guest blog by Deborah Goonan
In the Los Angeles Bunker Hill community, condo owners and traditional apartment dwellers have been locked in a 3-year long legal battle over their once-shared pool and barbecue area, with no end in sight.
The two articles referenced below explain some of the details of how the dispute began, but, in short, there has been a disagreement over cost-sharing of recent improvements made to the pool area. A few years ago, the Bunker Hill Tower condo association dictated expensive changes, apparently without agreement from the apartment owner, Essex Property Trust. Essex objected, refusing to pay for the renovations. The owner of the 2 apartment buildings has been paying two-thirds of maintenance costs since the 1980s, following the condo conversion of one of the three original buildings.
As of today, the condo association has installed a fence around the pool to lock out the tenants. At the same time, the owner of the 2 rent-controlled apartment buildings (that were never converted to condos) is planning to build a separate pool and common space on the roof of the parking garage that serves tenants.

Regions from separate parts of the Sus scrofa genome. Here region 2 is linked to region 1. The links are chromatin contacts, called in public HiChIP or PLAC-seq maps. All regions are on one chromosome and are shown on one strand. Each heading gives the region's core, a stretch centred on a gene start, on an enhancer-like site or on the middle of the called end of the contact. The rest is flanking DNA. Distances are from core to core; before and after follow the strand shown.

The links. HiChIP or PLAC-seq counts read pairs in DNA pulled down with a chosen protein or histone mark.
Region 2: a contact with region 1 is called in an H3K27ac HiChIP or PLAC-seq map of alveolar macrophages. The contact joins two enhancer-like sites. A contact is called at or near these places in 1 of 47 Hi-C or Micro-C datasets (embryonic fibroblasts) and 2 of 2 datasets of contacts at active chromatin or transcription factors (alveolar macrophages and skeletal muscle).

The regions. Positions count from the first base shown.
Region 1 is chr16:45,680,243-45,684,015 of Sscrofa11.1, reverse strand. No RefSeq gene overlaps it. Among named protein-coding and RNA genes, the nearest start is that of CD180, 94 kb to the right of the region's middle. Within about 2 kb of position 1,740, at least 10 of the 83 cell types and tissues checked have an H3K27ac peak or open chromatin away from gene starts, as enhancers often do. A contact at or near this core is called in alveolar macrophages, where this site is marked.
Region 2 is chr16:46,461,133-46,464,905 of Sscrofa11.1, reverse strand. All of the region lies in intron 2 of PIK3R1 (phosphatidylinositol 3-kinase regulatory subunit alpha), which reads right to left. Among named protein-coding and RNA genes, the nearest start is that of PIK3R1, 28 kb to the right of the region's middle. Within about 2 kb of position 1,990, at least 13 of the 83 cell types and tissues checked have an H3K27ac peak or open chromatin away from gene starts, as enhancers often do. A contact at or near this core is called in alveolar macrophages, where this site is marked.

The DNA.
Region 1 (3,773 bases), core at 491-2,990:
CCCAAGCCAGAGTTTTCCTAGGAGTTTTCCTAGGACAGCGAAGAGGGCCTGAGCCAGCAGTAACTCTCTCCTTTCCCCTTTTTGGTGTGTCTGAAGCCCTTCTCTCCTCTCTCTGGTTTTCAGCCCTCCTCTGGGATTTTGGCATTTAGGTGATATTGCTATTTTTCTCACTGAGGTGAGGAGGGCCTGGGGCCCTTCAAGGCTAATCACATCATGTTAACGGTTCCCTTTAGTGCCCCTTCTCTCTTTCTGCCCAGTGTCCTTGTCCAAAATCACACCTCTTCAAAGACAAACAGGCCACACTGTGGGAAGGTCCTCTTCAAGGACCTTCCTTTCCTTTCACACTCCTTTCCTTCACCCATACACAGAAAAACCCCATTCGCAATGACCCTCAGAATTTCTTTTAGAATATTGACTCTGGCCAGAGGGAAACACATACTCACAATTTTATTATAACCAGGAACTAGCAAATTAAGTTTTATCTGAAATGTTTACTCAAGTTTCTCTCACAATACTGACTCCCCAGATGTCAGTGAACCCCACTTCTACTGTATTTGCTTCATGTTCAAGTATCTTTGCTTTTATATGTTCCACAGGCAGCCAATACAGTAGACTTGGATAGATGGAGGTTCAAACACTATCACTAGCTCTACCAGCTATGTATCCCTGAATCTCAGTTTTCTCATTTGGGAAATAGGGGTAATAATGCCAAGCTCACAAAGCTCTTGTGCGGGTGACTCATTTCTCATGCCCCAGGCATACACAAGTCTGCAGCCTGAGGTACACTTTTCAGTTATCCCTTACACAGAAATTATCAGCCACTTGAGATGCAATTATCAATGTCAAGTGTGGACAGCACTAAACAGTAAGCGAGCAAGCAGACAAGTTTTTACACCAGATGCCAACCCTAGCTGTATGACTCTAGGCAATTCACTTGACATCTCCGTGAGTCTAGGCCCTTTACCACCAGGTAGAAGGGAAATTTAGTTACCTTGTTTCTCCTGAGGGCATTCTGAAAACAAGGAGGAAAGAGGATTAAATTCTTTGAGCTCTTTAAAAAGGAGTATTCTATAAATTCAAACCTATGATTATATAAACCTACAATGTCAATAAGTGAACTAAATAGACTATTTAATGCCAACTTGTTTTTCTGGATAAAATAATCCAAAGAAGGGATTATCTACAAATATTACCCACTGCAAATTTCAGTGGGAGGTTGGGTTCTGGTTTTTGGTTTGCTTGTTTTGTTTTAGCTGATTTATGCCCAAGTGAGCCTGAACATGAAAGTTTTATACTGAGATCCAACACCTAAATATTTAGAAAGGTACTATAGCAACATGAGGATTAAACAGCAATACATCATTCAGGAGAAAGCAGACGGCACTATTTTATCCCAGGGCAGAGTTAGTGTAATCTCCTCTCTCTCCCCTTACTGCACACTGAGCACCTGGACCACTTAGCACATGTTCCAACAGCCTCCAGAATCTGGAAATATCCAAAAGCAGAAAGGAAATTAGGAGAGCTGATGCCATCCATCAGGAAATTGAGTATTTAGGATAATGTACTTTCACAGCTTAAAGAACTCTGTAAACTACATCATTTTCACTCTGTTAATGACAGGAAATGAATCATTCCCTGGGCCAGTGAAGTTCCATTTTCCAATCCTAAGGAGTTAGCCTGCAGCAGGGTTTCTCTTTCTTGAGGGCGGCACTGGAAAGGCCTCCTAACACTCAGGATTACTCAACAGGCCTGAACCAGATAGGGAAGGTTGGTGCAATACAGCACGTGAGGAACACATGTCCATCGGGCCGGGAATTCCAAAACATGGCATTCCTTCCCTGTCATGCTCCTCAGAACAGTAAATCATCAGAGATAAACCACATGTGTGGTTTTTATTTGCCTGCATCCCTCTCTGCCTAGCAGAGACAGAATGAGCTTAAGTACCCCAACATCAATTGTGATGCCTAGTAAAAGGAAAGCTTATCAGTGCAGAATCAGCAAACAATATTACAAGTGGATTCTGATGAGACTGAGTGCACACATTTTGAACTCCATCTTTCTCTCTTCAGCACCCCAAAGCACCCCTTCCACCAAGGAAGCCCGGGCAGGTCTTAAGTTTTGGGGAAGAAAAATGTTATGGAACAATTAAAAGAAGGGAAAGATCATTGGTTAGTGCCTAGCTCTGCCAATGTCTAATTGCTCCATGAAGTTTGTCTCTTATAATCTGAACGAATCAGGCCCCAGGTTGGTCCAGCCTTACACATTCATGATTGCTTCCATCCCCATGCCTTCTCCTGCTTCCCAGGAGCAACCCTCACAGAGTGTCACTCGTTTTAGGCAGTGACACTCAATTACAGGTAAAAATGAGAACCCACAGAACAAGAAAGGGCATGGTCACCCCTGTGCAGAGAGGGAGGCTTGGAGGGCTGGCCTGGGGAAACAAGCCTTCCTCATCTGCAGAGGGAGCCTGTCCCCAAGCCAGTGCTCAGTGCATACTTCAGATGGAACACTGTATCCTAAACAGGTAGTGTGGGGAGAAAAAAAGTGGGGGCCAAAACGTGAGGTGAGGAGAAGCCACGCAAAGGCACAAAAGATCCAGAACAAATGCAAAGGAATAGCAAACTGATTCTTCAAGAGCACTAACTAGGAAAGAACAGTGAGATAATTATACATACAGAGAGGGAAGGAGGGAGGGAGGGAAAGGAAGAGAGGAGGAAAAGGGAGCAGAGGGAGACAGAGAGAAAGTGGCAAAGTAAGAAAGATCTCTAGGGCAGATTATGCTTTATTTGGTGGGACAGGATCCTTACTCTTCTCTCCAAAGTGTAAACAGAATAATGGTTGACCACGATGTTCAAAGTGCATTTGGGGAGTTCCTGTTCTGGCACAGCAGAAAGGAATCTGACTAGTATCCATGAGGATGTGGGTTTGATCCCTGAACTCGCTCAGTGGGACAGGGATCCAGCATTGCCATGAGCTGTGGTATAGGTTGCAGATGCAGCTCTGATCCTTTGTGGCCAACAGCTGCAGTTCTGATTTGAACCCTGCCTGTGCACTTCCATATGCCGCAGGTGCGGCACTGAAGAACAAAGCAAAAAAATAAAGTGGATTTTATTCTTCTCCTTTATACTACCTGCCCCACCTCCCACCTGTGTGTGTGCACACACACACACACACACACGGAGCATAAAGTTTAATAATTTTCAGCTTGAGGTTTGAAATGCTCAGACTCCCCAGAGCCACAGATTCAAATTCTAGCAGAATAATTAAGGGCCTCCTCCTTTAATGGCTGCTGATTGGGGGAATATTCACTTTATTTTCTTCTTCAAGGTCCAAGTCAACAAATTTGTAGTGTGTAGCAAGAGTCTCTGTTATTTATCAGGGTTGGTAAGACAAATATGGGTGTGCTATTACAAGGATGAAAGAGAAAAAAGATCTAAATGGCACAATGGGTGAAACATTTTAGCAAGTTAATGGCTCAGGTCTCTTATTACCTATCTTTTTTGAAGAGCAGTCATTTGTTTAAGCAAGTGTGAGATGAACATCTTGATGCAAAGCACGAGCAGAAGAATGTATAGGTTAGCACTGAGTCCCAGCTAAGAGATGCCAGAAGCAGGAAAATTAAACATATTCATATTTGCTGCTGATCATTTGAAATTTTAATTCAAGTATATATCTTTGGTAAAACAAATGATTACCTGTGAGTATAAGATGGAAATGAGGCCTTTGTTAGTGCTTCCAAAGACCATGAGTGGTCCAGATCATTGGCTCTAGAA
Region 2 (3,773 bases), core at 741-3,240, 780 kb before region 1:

What I find intriguing about this situation: the conflict is between a Condo Association and non-members of the Association. Ironically, even if you’re the type of person that purposely avoids condominiums, because you don’t particularly like the fact that your neighbors can tell you what you can and cannot do, you cannot always escape the condo conflict madness that is encroaching upon residents in surrounding dwellings!
Sometimes an Association-Governed Residential Community Board over steps its authority and attempts to impose its rules or its ideas of aesthetic appeal on its neighbors. In this case, the Condo Association decided that everyone, including Essex Property Trust, should want to invest in a resort-style pool renovation. Perhaps a more basic facelift would have been sufficient, not to mention less costly. I’d be willing to bet some of the condo owners feel the same way, although they are all obligated to pay assessment increases to cover the cost.
Come to think of it, the behavior of Bunker Hill Tower Association toward Bunker Hill Apartment tenants reminds me of the bossy kid on the block, back when we were all in grade school. Whenever that annoying kid started telling me what to do, my favorite response was, “You’re not the boss of me!”
Apparently Essex Property Trust feels the same way, and is not interested in appeasing the Condo Association.